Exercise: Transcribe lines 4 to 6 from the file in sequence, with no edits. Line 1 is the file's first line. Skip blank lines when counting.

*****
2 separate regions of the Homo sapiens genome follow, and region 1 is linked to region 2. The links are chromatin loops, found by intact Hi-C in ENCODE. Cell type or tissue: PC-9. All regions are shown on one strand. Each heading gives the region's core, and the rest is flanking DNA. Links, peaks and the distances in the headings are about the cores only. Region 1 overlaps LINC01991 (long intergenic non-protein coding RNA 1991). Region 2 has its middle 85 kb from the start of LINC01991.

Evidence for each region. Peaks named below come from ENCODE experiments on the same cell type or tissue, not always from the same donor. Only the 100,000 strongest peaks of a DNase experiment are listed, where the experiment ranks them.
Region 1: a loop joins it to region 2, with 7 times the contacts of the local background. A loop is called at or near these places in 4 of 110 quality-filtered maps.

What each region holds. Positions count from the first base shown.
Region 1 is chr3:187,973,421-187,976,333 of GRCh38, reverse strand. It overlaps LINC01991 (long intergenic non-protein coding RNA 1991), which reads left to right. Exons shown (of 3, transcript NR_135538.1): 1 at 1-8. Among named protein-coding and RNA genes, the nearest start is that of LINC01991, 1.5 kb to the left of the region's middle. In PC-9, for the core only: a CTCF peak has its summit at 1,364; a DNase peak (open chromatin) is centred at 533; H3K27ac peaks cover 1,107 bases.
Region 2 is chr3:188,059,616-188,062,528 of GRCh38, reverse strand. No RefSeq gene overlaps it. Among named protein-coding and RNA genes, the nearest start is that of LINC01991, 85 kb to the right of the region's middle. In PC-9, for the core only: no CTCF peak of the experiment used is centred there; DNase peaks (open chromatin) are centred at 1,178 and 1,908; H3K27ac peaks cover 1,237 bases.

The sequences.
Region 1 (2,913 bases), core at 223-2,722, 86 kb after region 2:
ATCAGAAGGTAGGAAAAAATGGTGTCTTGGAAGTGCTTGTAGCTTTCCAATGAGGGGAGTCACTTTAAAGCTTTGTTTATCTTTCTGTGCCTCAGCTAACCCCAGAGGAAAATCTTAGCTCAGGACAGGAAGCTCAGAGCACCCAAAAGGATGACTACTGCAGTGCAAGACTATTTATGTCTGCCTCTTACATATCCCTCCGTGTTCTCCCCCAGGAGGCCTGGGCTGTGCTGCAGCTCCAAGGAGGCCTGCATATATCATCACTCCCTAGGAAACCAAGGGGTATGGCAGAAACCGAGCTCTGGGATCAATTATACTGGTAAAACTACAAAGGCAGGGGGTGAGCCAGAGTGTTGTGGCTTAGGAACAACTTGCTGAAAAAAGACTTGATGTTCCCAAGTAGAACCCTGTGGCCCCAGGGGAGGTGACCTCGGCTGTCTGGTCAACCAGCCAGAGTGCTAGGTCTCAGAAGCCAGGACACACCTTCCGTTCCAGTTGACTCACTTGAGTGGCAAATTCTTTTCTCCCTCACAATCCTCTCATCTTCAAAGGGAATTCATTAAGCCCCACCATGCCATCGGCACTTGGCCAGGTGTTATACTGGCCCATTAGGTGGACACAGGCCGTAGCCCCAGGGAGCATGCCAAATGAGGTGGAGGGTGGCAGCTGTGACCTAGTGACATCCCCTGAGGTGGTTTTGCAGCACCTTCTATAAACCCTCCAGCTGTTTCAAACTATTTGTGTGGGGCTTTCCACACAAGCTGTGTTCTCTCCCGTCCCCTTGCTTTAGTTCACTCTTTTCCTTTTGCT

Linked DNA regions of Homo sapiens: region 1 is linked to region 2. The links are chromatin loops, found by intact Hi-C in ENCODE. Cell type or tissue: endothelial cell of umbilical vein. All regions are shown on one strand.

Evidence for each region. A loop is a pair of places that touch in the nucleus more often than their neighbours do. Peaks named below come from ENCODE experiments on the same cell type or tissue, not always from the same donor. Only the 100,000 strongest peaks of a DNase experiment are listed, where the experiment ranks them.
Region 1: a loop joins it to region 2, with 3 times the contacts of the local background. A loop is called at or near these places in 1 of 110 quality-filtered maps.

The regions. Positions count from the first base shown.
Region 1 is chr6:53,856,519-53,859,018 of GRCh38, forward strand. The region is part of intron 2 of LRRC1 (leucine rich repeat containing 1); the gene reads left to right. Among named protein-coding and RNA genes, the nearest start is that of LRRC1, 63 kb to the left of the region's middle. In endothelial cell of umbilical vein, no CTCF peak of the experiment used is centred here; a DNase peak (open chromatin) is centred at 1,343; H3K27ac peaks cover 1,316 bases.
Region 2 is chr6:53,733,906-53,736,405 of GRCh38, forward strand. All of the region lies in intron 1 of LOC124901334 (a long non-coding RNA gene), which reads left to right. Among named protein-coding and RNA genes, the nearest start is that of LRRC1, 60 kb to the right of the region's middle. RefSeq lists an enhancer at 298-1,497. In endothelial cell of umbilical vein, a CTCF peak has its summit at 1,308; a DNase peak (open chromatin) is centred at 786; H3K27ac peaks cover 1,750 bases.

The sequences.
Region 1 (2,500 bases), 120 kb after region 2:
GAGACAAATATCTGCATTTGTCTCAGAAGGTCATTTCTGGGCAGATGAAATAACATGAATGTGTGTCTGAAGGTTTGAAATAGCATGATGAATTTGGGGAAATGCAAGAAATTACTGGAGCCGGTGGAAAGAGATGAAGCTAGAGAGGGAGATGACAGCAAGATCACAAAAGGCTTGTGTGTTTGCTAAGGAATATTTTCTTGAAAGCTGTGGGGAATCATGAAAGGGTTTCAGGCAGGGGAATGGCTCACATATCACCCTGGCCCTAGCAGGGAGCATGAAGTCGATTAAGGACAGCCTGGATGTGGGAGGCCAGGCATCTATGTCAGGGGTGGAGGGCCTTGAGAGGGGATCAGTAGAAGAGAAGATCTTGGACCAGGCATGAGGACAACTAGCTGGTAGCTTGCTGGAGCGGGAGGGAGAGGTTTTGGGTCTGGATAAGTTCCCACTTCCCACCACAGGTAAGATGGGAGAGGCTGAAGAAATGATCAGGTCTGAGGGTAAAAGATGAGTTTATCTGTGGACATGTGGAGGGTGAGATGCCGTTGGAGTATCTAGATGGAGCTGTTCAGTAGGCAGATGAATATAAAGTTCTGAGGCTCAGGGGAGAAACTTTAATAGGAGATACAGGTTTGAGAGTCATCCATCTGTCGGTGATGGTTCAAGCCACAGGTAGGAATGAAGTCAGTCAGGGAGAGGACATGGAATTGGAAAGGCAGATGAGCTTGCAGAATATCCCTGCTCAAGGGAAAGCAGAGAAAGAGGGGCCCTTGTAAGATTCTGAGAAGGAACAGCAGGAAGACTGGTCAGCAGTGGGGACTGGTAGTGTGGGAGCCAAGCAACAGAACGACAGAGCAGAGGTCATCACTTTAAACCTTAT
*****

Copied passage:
What each region holds. Positions count from the first base shown.
Region 1 is chr3:187,973,421-187,976,333 of GRCh38, reverse strand. It overlaps LINC01991 (long intergenic non-protein coding RNA 1991), which reads left to right. Exons shown (of 3, transcript NR_135538.1): 1 at 1-8. Among named protein-coding and RNA genes, the nearest start is that of LINC01991, 1.5 kb to the left of the region's middle. In PC-9, for the core only: a CTCF peak has its summit at 1,364; a DNase peak (open chromatin) is centred at 533; H3K27ac peaks cover 1,107 bases.
Region 2 is chr3:188,059,616-188,062,528 of GRCh38, reverse strand. No RefSeq gene overlaps it. Among named protein-coding and RNA genes, the nearest start is that of LINC01991, 85 kb to the right of the region's middle. In PC-9, for the core only: no CTCF peak of the experiment used is centred there; DNase peaks (open chromatin) are centred at 1,178 and 1,908; H3K27ac peaks cover 1,237 bases.